Yahoo World News Feed - October 18, 2019 - 3:30am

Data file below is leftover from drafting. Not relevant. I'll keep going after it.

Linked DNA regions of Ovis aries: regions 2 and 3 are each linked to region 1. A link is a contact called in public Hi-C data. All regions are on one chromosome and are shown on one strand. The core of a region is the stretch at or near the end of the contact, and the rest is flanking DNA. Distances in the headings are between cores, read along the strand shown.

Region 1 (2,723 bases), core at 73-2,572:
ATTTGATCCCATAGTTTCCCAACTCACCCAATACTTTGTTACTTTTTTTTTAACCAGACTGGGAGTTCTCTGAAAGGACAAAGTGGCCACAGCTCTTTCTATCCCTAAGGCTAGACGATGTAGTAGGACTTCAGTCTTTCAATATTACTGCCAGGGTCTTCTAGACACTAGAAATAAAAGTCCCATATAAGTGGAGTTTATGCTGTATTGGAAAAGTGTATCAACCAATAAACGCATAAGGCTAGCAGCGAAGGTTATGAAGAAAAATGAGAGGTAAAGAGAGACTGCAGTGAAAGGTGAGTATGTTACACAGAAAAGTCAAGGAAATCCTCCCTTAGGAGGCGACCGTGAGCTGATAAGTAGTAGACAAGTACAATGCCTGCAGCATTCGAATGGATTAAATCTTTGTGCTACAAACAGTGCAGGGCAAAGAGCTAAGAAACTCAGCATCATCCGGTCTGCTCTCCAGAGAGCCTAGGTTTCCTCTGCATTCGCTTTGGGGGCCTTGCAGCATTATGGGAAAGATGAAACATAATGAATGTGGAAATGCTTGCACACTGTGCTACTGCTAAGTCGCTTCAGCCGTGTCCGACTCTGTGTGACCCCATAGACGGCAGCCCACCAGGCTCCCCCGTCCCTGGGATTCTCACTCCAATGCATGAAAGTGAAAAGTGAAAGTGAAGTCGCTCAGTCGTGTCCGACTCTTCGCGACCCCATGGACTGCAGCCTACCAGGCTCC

Dylan Wang and Sherry Duan hold their glasses up to the light before tasting the Atlas Peak merlot and Howell Mountain cabernet at Duckhorn Winery's tasting room, overlooking acres of ripe grapes.Wang, 39, an investment fund manager, and Duan, a 32-year-old lawyer, came here to California's famed Napa Valley from Shanghai to enjoy the wine, scenery and cool weather, and chose Duckhorn in part because president Barack Obama served its wine at his 2009 inauguration.One advantage of travelling all the way from China: they're avoiding prohibitive tariffs. California wineries, already battling tough global competitors, rising costs and labour shortages, are increasingly fearful the US-China trade war will exact irreversible damage after years of cultivating China's market as carefully as their vines."California wine exporters are worried they may never be able to recover market share in China," said Jock O'Connell, international trade adviser with Beacon Economics, "which they naturally have long seen as a huge opportunity for profit."Merlot grapes being harvested in California. Photo: Duckhorn Portfolio alt=Merlot grapes being harvested in California. Photo: Duckhorn PortfolioCalifornia wine exports to China are wilting. The Golden State accounts for some 95 per cent of US wine production and exports, with China sales set to hit US$30 million this year, down from US$78.7 million in 2017.Even as Chinese taxes and punitive tariffs on US wine have doubled to 98 per cent, a free-trade agreement Australia signed with Beijing has given that country tariff-free access to China's giant market.Wine is hardly the only California agricultural export suffering a hangover. California almond exports have fallen by a third and US dairy exports, another major California product, fell 54 per cent in the first half of 2019.While the Trump administration has handed out subsidies to compensate farmers for economic harm resulting from the trade war, some here say they are disadvantaged relative to Republican-leaning Midwestern wheat and soy farmers.According to US Department of Agriculture data acquired by Associated Press, California has received some US$76.3 million in federal subsidies, a fraction of the US$8.5 billion doled out nationwide, despite being the nation's top agricultural exporter."We all get penalised on an equal percentage, but relief goes to other farmers," said Pete Przybylinski, Duckhorn Portfolio's senior vice-president of sales and strategy. "Trump is no big fan of California, so the likelihood of him helping us was very small."Adding to frustration among wineries is concern that the trans-Pacific chest thumping hit just when years of hard work were starting to pay off. Their fear: growing suspicion of US brands will shape lifelong habits among Chinese consumers at a time when many are taking their first sip.Duckhorn started selling to China in 2006, gradually growing its customer base and learning the market. But at Shanghai's ProWine trade conference in late 2018, an attendee shouted that he would never buy California wine given his dislike of Trump, Przybylinski said. "That was a year ago. You can imagine what it's like now."Duckhorn Portfolio's senior vice-president of sales and strategy Pete Przybylinski. Photo: Mark Magnier alt=Duckhorn Portfolio's senior vice-president of sales and strategy Pete Przybylinski. Photo: Mark MagnierSome 32.6 million Chinese drink wine regularly, up from 21.6 million in 2014, according to Wine Intelligence, a London-based data firm. The market is also maturing from the early days when Chinese quaffed largely for wine's reported health benefits or for status, mixing US$1,000 bottles of Chateau Lafite Rothschild with Sprite.Wine experts say President Xi Jinping's 2012-13 campaign against conspicuous consumption inadvertently helped nudge consumers to become more discriminating.Gus Jian Zhu " who recently became the world's first Chinese national Master of Wine, an exhaustive three-year training and original research designation dominated by Britons and Europeans " says growing interest is leading more wealthy Chinese to invest in California wineries, sometimes less for profit than to squirrel money out of China or earn bragging rights with friends.China's wine market has good long-term potential, Zhu said. But not as much as some foreign wineries, mesmerised by China's massive population, might think, he added.Wine is often served cold, while Chinese tend to prefer heated drinks. And wine must contend with China's 2,000-year, deeply entrenched history with baijiu, the powerful grain-based alcohol sometimes likened to jet fuel."Baijiu's already so wedged into our culture. People still use it as a social tool or a friend-making tool," said Zhu, "or to get drunk at business meetings."One factor foreign wineries sometimes underestimate is the importance of finding the right Chinese script to represent their industry. The translation for the Spanish grape macabeo, 马家婆 (majiapo), can be read rather incongruously as "the old granny of the Ma family", while fume blanc is sometimes rendered as 白富美 (baifumei), a popular Chinese term describing a "white, rich and beautiful girl".Those that do it right, however, can create names that sing " and pay off. The translation for sauvignon blanc " 长相思 (chang xiangsi) " literally means "long lovesickness" evoking imagery used by Chinese poet and literary genius Li Bai (701-762 AD). And the Australian winery Penfolds uses 奔富 (ben fu), which not only sounds like its English name but translates as "chasing prosperity.""Of course it's selling well in China," said Zhu.Despite the setbacks, wine industry groups say they will continue to invest in educating consumers and sommeliers."Even though we're in a challenging time, our hope is that this doesn't last forever," said Honore Comfort, vice-president of international marketing for the Wine Institute. "We want to be in a good position when this is solved."Historically, China's alcohol culture was largely based on grain with relatively little, and largely localised, fermentation of fruit, other than in Xinjiang, where grapes are plentiful. Historians suggest small-scale use of grapes for wine may date as far back as the Han dynasty (206-220 BCE) or the Three Kingdoms period (220BC-265AD).While Chinese palettes are becoming more discerning, prestigious labels remain hugely popular, helping drive the counterfeit market, especially for China's most famous foreign brand, Chateau Lafite Rothschild.That has fuelled a spate of outright fakes and "lookalikes" such as Lafei Manor " Lafei is the Chinese pronunciation of Lafite " whose "2009" vintage label boasts: "This dry wine by adequate water and sunlight, making the wine more limpid harmony."In 2014, Xinshi Li, president of the Chinese Academy of Inspection and Quarantine, claimed that at least half the Lafite sold in China was "probably made on boats moored along the Chinese coast, rather than vineyards in Pauillac", Quartz reported. That same year, a single house in Wenzhou was found with 10,000 counterfeit Lafite bottles.Apparently deciding if you can't beat them, join them, Rothschild last month introduced a wine called Long Dai (瓏岱), a red blend from a vineyard in Shandong province, replete with references to lucky jade, sacred mountains and praying farmers.It sells for around US$340 per bottle with an initial output of 30,000 bottles and includes heavy anti-counterfeit labels and foil with banknote-quality graphics.One company that has managed to skirt rising Chinese tariffs is Gliding Eagle, a Napa company that ships higher-end wines directly to Chinese consumers, including vintages by Calera, ZD Wines, Migration and Dry Creek Vineyard.Shipments are subject to China's lower personal consumption taxes, allowing for door-to-door delivery at about 60 per cent below the price of US wines currently transported commercially.The company has also worked with WeChat and the California International Trade Office on a programme that translates menus and wine marketing materials to Chinese visiting Napa.Chinese taxes and tariffs on American wine have doubled to 98 per cent. Photo: EPA-EFE alt=Chinese taxes and tariffs on American wine have doubled to 98 per cent. Photo: EPA-EFEBut the company is still feeling the chill, prompting it to diversify into some 30 other countries. "There's no doubt that the sentiment of the trade war hurts more than the trade issues themselves," said Adam Ivor, Gliding Eagle's co-founder. "All our countries are up 50 per cent year on year and China is down by at least that much."While high-end wines get the spotlight, most California exports involve huge vats of bulk wine. "I get calls from Chinese saying they want a shipping container," said Peterangelo Vallis, executive director of the San Joaquin Valley Wine Growers Association."California has a premier sound to it, but they want the absolute cheapest they can get. The distribution channel is on bicycles in some areas."Wine snobbery and artificially high prices have hurt California's long-term export prospects, Vallis says, leaving more room for Australia, France and Italy to swoop in. California shouldn't be apologetic about shipping low-end fruity wines befitting a culture accustomed to the sweetness of beer, rice and even baijiu, he adds."A lot of Chinese flavours are a combination of sweet and sour," Vallis said. "It comes down to what you're happy with."As Przybylinski gazes over vines ripening in the autumn sun, he reflects on Duckhorn's future in China, vowing to soldier on despite the storm clouds. The winery is trying to keep prices steady despite the hit to profit margins, has hired a marketing representative in Hong Kong to be closer to the market and is testing gift boxes and different varietals to suit Chinese tastes."We're ready to go tomorrow if the trade war ended," he said. "I guess the good news for every US winery, it wasn't such a huge market to begin with, like with soy and corn. So the hit hasn't been so great."He added wistfully, "It's going to take time."This article originally appeared in the South China Morning Post (SCMP), the most authoritative voice reporting on China and Asia for more than a century. For more SCMP stories, please explore the SCMP app or visit the SCMP's Facebook and Twitter pages. Copyright © 2019 South China Morning Post Publishers Ltd. All rights reserved. Copyright (c) 2019. South China Morning Post Publishers Ltd. All rights reserved.